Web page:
How Tos

How to service a pressure reducing valve

October 2021

In an industry where pressure reducing valves play a vital role in maximising flow and maintaining pressure, it’s important to consider the servicing options to ensure your Bermad valve is always at its optimal performance.

What is a pressure reducing valve?

A pressure reducing valve is a hydraulically actuated pressure reduction valve that will automatically modulate using water pressure to maintain a constant downstream pressure regardless of inlet pressure and flow rate.

A pressure reducing valve like the Bermad model 720EN incorporates a series of hydraulic pilots, speed controllers, filters, and other accessories to ensure that the hydraulic valve automatically modulates.

Check out the following video to see the workings of a pressure reducing valve:

 

How often should you perform regular maintenance for the valve to be reliable?

When it comes to performing regular maintenance on pressure reducing valves, timing is everything. Like you would service your motor car to prevent failure of components, it’s critical to do preventative maintenance on a pressure reduction valve to ensure reliable and accurate operation.

Maintenance intervals are very much dependant on several different operation conditions. Conditions that will impact the valve performance include:

  • Quality of water in use in application, e.g., drinking water, untreated river, dam water, etc.
  • The frequency of operation, i.e., a valve may be in stand-by mode or could be in a continuous operation 24/7.
  • The hydraulic conditions: if the valve is in a high differentia, high risk application, there could be components that are subject to cavitation or excessive wear if not serviced at the correct intervals.

In best engineering practice, preventative maintenance is recommended for every 6-12 months that the valve is in operation. This involves the basic service of the key components without going into the valve body itself.

Major servicing of the valves should be considered every 6-10 years, which includes internal inspection of the main valve as well as the external components.

What are the key service components on a minor service?

A regular service can usually be done quickly without taking the entire valve offline.

To ensure the valve is operating at maximal performance there are four key considerations that are critical to the valve’s operation:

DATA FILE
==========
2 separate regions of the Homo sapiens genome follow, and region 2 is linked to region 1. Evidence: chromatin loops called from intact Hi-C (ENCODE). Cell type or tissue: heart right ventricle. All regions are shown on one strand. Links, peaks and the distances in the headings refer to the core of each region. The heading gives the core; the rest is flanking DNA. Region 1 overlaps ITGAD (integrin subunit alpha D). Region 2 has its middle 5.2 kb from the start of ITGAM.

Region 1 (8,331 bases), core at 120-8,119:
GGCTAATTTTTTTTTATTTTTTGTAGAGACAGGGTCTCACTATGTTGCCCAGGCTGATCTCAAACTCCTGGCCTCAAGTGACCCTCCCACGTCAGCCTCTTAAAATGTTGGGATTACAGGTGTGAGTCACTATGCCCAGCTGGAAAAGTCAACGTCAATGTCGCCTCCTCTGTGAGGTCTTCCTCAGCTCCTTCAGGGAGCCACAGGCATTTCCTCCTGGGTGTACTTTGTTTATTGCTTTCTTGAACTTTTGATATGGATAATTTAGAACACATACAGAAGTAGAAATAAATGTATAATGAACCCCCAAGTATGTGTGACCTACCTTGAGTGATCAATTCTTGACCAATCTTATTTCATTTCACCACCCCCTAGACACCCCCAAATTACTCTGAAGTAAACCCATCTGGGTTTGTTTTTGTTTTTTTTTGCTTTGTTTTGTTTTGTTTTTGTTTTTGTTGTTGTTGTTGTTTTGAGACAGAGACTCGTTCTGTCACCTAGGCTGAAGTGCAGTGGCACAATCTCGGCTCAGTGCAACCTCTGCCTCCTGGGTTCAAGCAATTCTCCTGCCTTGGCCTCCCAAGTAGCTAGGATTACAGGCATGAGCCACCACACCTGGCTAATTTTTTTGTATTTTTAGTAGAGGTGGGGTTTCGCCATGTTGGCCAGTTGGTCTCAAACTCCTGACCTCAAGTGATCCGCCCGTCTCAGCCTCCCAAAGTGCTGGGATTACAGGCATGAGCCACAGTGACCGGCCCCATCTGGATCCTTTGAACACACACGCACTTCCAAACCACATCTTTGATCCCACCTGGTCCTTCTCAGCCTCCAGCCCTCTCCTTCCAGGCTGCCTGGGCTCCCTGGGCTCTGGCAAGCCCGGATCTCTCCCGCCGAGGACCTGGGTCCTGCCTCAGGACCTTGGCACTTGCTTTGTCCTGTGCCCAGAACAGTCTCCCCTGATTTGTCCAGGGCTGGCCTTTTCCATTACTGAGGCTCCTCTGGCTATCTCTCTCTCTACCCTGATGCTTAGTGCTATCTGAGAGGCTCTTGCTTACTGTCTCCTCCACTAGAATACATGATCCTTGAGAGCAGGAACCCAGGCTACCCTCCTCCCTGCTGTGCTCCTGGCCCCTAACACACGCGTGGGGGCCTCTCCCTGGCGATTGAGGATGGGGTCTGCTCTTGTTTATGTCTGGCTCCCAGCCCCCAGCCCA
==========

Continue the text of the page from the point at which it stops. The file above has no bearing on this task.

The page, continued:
1. Needle valve setting and wear.
    The needle valve or fixed restriction in a pressure reduction valve plays the role of controlling the speed of operation and is essential to always be clean and functional.
  2. Control ports on the inlet, outlet, and bonnet.
    For the valve to enable to flow, it is essential that the ports on the valve are clean and functional. In older valves, in certain water conditions, these ports can be prone to blockages.
  1. Filter maintenance.
    For optimal performance, it is essential that the control filter remains clean. The control filter protects the needle valve and pilot mechanism against debris blocking the control ports.
  1. Control chamber flushing.
    Over extended periods of time, mud and silt will build up in the control chamber of the valve. Prior to peak season, it’s imperative that this debris is flushed out of the valve to avoid contaminating the pilot mechanism.

Experience has proven that these four specific components in the PRV are maintained, the reliability of the valve is extremely high.

Learn more about the process of maintaining the model 720EN control valve in the video below:

What is involved in a major service of a PRV?

If the valve has been correctly sized and designed from the start, a major service is where the internals of the valve are inspected. A major service of a pressure reducing valve generally occurs after six years of the valve being in operation.

When a major service is undertaken, the valve is turned offline, and the entire actuator is removed from the valve. The following video shows how to remove the actuator:

The key areas to inspect or replace when the actuator is out is as follows:

  1. Check the inner body around the seat for signs of wear or cavitation damage.
  2. Check the resilient seal on the lower seal disc for wear or damage to the rubber.
  3. Check the inner diaphragm inside the upper side of the actuator and replace if necessary.
  4. Check the inner bearing for signs of wear and leakage
  5. Check the indicator (if fitted) for leakage through the shaft.

To learn how to disassemble the control valve from start to finish, check-out the video below:

Looking for additional support? We’re here to help.

Here at Bermad, we’re committed to providing the information you need for products, technology, and operating systems. That’s why we’re committed to ensuring that users of our pressure reducing valves have the best information on the functions of all our products.

If you have any further questions, require additional details, or wish to discuss any technical aspects of the air release valve, you can:

  1. Visit the 720-EN valve product page to find all the relevant data, including: data sheets, engineering assistance, 2D &3D cad drawings, manuals, case studies, spare parts, operational videos.
  2. Visit the Bermad training facility to get hands on training on the pressure reducing valve.
  3. Contact our nearest sales office for discussions with our trained Bermad personnel.
  4. Use our live field support to assist in the operation of any valve.
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